Lifestyle & Belief

Fukushima raised cancer risk, WHO says


President of troubled Tokyo Electric Power Co. (TEPCO), Masataka Shimizu (C-in blue), is joined by company employees as they bow to evacuees (R) from the town of Namie near TEPCO's Fukushima nuclear power plant, to apologise for the nuclear crisis, at a shelter for those displaced in Nihonmatsu in Fukushima prefecture, 50 kms west of the stricken nuclear power plant on May 4, 2011. Japanese engineers on May 3 started preparing to send workers inside the Fukushima nuclear power station's reactor one building, the first time workers will have gone inside the building since the March 11 disaster, when four of the six reactors at the plant were heavily damaged by a 9.0-magnitude earthquake and tsunami.



People who live near the damaged Fukushima nuclear plant in Japan are at an increased risk of developing cancer, the World Health Organization says.  The WHO said that the risks are still small, BBC News reported

Yet that is probably no comfort to the girls who were exposed as infants, who face the greatest risks. Their chance of getting thyroid cancer has risen as much as 70 percent, the Financial Times reported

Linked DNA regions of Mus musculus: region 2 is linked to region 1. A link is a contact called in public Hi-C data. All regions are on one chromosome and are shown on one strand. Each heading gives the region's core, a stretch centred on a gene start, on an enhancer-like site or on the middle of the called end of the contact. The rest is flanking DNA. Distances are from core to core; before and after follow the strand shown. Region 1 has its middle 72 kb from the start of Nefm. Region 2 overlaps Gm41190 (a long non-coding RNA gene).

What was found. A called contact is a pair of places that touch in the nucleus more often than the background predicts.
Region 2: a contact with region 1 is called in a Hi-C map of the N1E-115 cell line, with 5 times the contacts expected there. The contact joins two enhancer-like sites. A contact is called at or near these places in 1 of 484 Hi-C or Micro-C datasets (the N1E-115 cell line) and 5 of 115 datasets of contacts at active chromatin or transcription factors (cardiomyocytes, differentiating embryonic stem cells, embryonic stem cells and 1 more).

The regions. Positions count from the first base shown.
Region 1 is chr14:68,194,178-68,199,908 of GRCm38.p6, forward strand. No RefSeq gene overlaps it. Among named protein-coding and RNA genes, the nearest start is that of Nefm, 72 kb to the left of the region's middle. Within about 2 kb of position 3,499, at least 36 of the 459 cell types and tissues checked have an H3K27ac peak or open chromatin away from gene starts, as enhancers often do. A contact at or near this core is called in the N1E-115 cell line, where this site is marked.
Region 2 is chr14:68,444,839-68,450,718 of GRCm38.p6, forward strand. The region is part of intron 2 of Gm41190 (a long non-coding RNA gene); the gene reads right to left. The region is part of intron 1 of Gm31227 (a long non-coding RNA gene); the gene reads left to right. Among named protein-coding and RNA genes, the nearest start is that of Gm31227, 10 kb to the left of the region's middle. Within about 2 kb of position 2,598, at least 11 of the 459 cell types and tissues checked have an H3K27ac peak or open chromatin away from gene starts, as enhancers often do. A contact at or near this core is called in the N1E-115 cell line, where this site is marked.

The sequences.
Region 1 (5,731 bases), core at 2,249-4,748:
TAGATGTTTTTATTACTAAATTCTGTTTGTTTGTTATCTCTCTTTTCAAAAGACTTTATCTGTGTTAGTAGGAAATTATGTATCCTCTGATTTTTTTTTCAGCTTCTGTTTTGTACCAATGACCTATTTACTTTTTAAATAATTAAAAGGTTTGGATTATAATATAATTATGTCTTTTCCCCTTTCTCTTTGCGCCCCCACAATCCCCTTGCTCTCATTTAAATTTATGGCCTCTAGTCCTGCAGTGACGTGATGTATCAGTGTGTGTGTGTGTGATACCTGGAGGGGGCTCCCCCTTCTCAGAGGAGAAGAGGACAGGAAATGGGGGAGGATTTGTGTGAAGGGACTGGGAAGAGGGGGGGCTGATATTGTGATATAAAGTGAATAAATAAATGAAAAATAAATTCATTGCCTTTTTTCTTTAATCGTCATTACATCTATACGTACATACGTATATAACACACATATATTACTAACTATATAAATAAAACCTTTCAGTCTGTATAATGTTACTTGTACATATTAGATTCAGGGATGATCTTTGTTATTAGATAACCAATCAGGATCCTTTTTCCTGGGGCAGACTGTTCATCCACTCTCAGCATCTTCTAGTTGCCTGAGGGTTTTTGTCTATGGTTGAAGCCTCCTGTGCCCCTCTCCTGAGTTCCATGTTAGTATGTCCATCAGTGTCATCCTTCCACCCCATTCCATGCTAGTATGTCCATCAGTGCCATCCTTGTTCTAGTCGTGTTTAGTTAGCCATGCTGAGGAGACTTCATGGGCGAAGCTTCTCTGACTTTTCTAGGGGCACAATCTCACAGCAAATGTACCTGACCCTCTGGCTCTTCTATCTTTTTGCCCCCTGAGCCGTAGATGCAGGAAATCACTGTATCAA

However, a separate report released by a different organization makes the thyroid problem appear to be much worse than what the WHO has portrayed it as. 

More from GlobalPost: Fukushima worse than previously thought?

The earlier report found that more than forty percent of children tested have thyroid abnormalities. That survey, called The Tenth Report of the Fukushima Prefecture Health Management Survey, revealed that 44.2 percent of 94,975 children sampled have the abnormalities, and that the number of abnormalities has been increasing over time,  RT News reported earlier this month. RT also reported that two children exposed had been recently diagnosed with thyroid cancer. 

That survey was conducted by researchers at The Radiation Medical Science Center of Fukushima Medical University, an organization founded in September 2011 in response to the nuclear disaster.

Meanwhile, the World Health Organization researchers claim that the cancer risk is so small it will probably not be observable, USA Today reported